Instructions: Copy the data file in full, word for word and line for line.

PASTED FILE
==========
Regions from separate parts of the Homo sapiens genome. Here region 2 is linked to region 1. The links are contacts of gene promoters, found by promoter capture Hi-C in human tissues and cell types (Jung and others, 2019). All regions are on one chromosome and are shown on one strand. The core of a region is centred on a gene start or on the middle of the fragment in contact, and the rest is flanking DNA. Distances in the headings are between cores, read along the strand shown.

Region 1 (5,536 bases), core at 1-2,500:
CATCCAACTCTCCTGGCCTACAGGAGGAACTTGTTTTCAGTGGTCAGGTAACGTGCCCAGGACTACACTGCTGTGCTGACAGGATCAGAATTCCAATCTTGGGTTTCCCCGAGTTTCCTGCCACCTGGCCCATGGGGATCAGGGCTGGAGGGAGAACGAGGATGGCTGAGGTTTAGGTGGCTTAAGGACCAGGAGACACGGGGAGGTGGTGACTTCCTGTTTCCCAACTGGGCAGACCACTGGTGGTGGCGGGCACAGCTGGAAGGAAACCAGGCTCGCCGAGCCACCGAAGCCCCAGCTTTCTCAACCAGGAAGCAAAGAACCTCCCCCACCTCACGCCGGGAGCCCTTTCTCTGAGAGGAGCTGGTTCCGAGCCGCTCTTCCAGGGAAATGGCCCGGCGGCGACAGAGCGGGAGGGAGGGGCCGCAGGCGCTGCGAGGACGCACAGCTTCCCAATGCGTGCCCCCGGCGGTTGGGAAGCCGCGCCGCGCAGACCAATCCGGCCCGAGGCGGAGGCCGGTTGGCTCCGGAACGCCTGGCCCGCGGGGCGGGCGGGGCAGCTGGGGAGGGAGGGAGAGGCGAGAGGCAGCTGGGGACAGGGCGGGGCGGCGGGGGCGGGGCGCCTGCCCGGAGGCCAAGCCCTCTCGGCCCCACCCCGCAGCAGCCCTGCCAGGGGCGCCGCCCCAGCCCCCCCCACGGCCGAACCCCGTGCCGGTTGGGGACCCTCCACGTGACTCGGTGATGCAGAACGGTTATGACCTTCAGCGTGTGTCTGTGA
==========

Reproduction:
Regions from separate parts of the Homo sapiens genome. Here region 2 is linked to region 1. The links are contacts of gene promoters, found by promoter capture Hi-C in human tissues and cell types (Jung and others, 2019). All regions are on one chromosome and are shown on one strand. The core of a region is centred on a gene start or on the middle of the fragment in contact, and the rest is flanking DNA. Distances in the headings are between cores, read along the strand shown.

Region 1 (5,536 bases), core at 1-2,500:
CATCCAACTCTCCTGGCCTACAGGAGGAACTTGTTTTCAGTGGTCAGGTAACGTGCCCAGGACTACACTGCTGTGCTGACAGGATCAGAATTCCAATCTTGGGTTTCCCCGAGTTTCCTGCCACCTGGCCCATGGGGATCAGGGCTGGAGGGAGAACGAGGATGGCTGAGGTTTAGGTGGCTTAAGGACCAGGAGACACGGGGAGGTGGTGACTTCCTGTTTCCCAACTGGGCAGACCACTGGTGGTGGCGGGCACAGCTGGAAGGAAACCAGGCTCGCCGAGCCACCGAAGCCCCAGCTTTCTCAACCAGGAAGCAAAGAACCTCCCCCACCTCACGCCGGGAGCCCTTTCTCTGAGAGGAGCTGGTTCCGAGCCGCTCTTCCAGGGAAATGGCCCGGCGGCGACAGAGCGGGAGGGAGGGGCCGCAGGCGCTGCGAGGACGCACAGCTTCCCAATGCGTGCCCCCGGCGGTTGGGAAGCCGCGCCGCGCAGACCAATCCGGCCCGAGGCGGAGGCCGGTTGGCTCCGGAACGCCTGGCCCGCGGGGCGGGCGGGGCAGCTGGGGAGGGAGGGAGAGGCGAGAGGCAGCTGGGGACAGGGCGGGGCGGCGGGGGCGGGGCGCCTGCCCGGAGGCCAAGCCCTCTCGGCCCCACCCCGCAGCAGCCCTGCCAGGGGCGCCGCCCCAGCCCCCCCCACGGCCGAACCCCGTGCCGGTTGGGGACCCTCCACGTGACTCGGTGATGCAGAACGGTTATGACCTTCAGCGTGTGTCTGTGA